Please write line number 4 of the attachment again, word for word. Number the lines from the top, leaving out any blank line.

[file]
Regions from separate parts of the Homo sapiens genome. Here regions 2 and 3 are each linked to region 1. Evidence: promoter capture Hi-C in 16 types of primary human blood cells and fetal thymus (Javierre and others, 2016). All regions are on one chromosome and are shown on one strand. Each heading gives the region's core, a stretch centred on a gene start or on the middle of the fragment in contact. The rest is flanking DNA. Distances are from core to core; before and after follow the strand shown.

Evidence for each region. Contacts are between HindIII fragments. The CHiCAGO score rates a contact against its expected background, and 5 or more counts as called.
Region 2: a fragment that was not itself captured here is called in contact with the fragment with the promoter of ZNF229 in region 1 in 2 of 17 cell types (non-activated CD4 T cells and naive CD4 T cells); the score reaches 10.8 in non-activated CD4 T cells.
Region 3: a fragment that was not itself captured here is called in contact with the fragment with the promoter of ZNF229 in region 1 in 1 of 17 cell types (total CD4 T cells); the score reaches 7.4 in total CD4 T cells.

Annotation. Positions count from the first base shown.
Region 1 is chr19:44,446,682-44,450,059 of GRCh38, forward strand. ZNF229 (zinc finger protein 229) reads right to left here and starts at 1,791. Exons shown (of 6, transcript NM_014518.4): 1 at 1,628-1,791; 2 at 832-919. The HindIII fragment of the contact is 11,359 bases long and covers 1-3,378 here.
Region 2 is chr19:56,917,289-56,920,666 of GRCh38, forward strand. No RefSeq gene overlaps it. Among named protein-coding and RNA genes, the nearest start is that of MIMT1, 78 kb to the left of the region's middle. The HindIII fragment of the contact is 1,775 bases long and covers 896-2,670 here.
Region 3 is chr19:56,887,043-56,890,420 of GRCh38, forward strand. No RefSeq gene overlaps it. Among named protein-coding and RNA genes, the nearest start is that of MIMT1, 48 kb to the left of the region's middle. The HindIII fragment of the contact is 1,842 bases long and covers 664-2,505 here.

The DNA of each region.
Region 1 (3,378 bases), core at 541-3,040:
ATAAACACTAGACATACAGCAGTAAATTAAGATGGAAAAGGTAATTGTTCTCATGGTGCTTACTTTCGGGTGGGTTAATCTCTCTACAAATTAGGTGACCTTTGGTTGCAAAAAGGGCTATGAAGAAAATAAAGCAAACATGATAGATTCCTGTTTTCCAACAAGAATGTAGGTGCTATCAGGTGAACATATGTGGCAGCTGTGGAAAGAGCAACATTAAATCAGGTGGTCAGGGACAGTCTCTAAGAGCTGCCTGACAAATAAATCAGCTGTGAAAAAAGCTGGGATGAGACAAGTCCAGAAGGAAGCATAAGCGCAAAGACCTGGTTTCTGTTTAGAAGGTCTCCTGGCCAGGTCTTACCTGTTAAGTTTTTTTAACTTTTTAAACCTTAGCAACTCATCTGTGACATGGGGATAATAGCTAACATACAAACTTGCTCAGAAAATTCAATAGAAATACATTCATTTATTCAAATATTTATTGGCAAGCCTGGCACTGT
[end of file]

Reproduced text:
Region 3: a fragment that was not itself captured here is called in contact with the fragment with the promoter of ZNF229 in region 1 in 1 of 17 cell types (total CD4 T cells); the score reaches 7.4 in total CD4 T cells.